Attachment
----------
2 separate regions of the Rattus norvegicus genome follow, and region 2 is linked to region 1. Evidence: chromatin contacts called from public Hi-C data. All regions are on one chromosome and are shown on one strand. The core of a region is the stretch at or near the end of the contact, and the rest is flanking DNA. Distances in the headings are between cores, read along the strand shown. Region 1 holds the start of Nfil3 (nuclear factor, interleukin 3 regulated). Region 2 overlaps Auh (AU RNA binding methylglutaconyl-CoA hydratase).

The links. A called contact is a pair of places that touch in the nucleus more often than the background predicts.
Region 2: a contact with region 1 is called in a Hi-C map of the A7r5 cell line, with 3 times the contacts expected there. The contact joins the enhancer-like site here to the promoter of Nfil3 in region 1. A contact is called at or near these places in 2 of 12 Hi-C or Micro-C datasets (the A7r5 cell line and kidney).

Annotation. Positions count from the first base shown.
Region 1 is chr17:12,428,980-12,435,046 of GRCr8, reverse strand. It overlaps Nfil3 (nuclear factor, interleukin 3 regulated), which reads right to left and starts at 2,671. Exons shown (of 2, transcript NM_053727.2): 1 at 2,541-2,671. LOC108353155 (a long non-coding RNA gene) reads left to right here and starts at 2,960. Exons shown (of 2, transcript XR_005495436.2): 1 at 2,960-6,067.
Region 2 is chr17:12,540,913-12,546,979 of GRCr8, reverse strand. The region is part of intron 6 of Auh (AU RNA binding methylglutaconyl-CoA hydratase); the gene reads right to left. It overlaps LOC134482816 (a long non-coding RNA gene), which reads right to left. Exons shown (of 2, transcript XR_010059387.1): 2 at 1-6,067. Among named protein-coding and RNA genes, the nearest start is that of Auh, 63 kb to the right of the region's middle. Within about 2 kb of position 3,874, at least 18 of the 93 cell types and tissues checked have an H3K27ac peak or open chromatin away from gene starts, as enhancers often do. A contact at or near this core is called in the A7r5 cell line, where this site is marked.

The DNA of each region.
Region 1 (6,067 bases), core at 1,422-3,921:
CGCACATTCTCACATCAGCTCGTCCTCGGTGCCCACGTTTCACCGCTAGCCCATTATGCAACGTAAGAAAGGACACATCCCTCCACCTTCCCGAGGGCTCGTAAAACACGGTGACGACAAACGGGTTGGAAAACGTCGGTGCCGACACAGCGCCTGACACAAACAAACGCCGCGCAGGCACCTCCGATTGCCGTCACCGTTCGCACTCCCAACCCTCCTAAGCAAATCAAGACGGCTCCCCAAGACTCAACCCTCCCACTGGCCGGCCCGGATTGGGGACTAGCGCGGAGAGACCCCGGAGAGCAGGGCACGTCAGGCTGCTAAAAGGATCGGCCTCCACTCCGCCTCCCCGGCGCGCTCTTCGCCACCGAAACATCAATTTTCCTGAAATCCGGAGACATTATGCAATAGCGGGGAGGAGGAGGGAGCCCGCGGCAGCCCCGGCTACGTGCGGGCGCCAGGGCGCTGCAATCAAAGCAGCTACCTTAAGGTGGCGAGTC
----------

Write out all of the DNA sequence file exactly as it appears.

2 separate regions of the Rattus norvegicus genome follow, and region 2 is linked to region 1. Evidence: chromatin contacts called from public Hi-C data. All regions are on one chromosome and are shown on one strand. The core of a region is the stretch at or near the end of the contact, and the rest is flanking DNA. Distances in the headings are between cores, read along the strand shown. Region 1 holds the start of Nfil3 (nuclear factor, interleukin 3 regulated). Region 2 overlaps Auh (AU RNA binding methylglutaconyl-CoA hydratase).

The links. A called contact is a pair of places that touch in the nucleus more often than the background predicts.
Region 2: a contact with region 1 is called in a Hi-C map of the A7r5 cell line, with 3 times the contacts expected there. The contact joins the enhancer-like site here to the promoter of Nfil3 in region 1. A contact is called at or near these places in 2 of 12 Hi-C or Micro-C datasets (the A7r5 cell line and kidney).

Annotation. Positions count from the first base shown.
Region 1 is chr17:12,428,980-12,435,046 of GRCr8, reverse strand. It overlaps Nfil3 (nuclear factor, interleukin 3 regulated), which reads right to left and starts at 2,671. Exons shown (of 2, transcript NM_053727.2): 1 at 2,541-2,671. LOC108353155 (a long non-coding RNA gene) reads left to right here and starts at 2,960. Exons shown (of 2, transcript XR_005495436.2): 1 at 2,960-6,067.
Region 2 is chr17:12,540,913-12,546,979 of GRCr8, reverse strand. The region is part of intron 6 of Auh (AU RNA binding methylglutaconyl-CoA hydratase); the gene reads right to left. It overlaps LOC134482816 (a long non-coding RNA gene), which reads right to left. Exons shown (of 2, transcript XR_010059387.1): 2 at 1-6,067. Among named protein-coding and RNA genes, the nearest start is that of Auh, 63 kb to the right of the region's middle. Within about 2 kb of position 3,874, at least 18 of the 93 cell types and tissues checked have an H3K27ac peak or open chromatin away from gene starts, as enhancers often do. A contact at or near this core is called in the A7r5 cell line, where this site is marked.

The DNA of each region.
Region 1 (6,067 bases), core at 1,422-3,921:
CGCACATTCTCACATCAGCTCGTCCTCGGTGCCCACGTTTCACCGCTAGCCCATTATGCAACGTAAGAAAGGACACATCCCTCCACCTTCCCGAGGGCTCGTAAAACACGGTGACGACAAACGGGTTGGAAAACGTCGGTGCCGACACAGCGCCTGACACAAACAAACGCCGCGCAGGCACCTCCGATTGCCGTCACCGTTCGCACTCCCAACCCTCCTAAGCAAATCAAGACGGCTCCCCAAGACTCAACCCTCCCACTGGCCGGCCCGGATTGGGGACTAGCGCGGAGAGACCCCGGAGAGCAGGGCACGTCAGGCTGCTAAAAGGATCGGCCTCCACTCCGCCTCCCCGGCGCGCTCTTCGCCACCGAAACATCAATTTTCCTGAAATCCGGAGACATTATGCAATAGCGGGGAGGAGGAGGGAGCCCGCGGCAGCCCCGGCTACGTGCGGGCGCCAGGGCGCTGCAATCAAAGCAGCTACCTTAAGGTGGCGAGTC